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“3-2-1! Three counties, two states and one goal!” The stage is set for West Virginia (WV) and Ohio (OH) to join forces along the Ohio River. The 1 goal? Repurpose brownfields to create economic development opportunities. The Weirton-Steubenville Metropolitan Statistical Area (MSA) as 2 states, WV and OH, in 2 federal regions (Region 3 in Philadelphia, PA, and Region 5 in Chicago, IL, respectively) and 3 counties, Brooke and Hancock, WV and Jefferson County, OH. The Jefferson County Port Authority (JCPA), Business Development Corporation of the Northern Panhandle (BDC), and the Brooke-Hancock-Jefferson Metropolitan Planning Commission (BHJ) makes up the “3-2-1 Brownfields Coalition – A Corridor of Opportunity” (3-2-1). The Coalition is the established base for revitalization in the Greater Weirton-Steubenville Area. Their goal is to assess brownfield properties along the Ohio River that for decades were once laden with heavy industry and coal mining. This boundary-busting Coalition has acted as a springboard for economic stability and job expansion.

History has defined the Weirton-Steubenville area as an industrial giant that helped fuel America’s Industrial Revolution. Dating back to 1856, generations of workers labored and raised their families in the shadows of titanic manufacturing and coal-powered electric generating facilities that line the flood plains of the Upper Ohio River Valley. A generation of workers migrated from all places around the globe to labor and raise a family just hundreds of yards from the shadows of pottery plants, glass-making facilities, steel mills, rail yards, and coal fields. Following WWII, industrial output peaked in the 1960s. Weirton Steel (WSX) in West Virginia and Wheeling-Pittsburgh Steel (WPS) in Steubenville and Mingo Junction, Ohio employed more than 24,000 workers of the Greatest Generation. By 1980, these industrial giants and their bloodline of support services down-sized and closed one-by-one coercing the Baby Boomers to flee the valley. Today, Cleveland Cliffs operates WSX employing less than 800 union steelworkers while WPS ceased operations in 2009.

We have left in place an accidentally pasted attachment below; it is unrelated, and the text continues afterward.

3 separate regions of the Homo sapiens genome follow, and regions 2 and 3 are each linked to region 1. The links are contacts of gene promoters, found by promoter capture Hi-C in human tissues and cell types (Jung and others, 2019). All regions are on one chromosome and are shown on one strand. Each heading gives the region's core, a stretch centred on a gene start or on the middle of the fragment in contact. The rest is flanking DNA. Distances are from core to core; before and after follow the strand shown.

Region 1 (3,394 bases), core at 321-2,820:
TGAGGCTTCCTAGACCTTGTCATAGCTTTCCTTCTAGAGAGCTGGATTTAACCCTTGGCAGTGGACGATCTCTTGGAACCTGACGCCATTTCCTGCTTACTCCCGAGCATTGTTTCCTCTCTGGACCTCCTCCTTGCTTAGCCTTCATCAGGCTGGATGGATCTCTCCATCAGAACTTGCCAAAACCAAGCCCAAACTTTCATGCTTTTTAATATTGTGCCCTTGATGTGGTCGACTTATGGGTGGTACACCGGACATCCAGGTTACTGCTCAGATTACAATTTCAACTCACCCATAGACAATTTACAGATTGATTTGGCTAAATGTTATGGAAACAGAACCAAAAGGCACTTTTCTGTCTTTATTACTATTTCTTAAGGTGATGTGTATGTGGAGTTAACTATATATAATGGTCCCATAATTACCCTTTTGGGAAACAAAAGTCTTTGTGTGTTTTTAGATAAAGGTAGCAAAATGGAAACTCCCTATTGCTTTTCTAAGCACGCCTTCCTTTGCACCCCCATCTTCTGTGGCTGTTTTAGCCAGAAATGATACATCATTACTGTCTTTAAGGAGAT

Further, W.H. Sammis (Stratton, OH) and Windsor power plants (Power, WV) no longer burn coal to generate electricity. The coal fields that once fed the railroads, heated the homes, and produced the coke that ignited the blast furnaces for a half century no longer exist labeling the area as a high-risk Coal Impacted Community.

The MSA is a 3-county, (Brooke and Hancock, WV, and Jefferson County, OH), 2-state (West Virginia and Ohio), and 1-Economic Market joined by the Ohio River and divided into two federal regions (Region 3-Philadelphia, PA, and Region 5-Chicago, IL). “Three counties, two states and one goal!” The BHJ Brownfield Coalition is creating the “Corridor of Economic Opportunity.” The time to re-energize economic opportunity is now. With an abundance of brownfields and lack of developable greenfield space, the Coalition looks to forge a new and sustainable economic future through Brownfield Redevelopment for the coming generations.

Since 2003, the BHJ Brownfield Coalition has inventoried and assessed over 70 sites through Brooke and Hancock counties, West Virginia and Jefferson County, Ohio. The Coalition has acquired more than $4.5 million in assessment and cleanup grants through the US Environmental Protection Agency, the Ohio Department of Development, and the Ohio Appalachia grant programs. These grant assessment, planning, and cleanup activities have led to the creation of more than 1,000 employment opportunities and has leveraged over $1 Billion in Public-Private investments in our three-county Upper Ohio River Valley.

Brownfield Grants Clean Up Contaminated Properties and Promote Economic Redevelopment Nationwide

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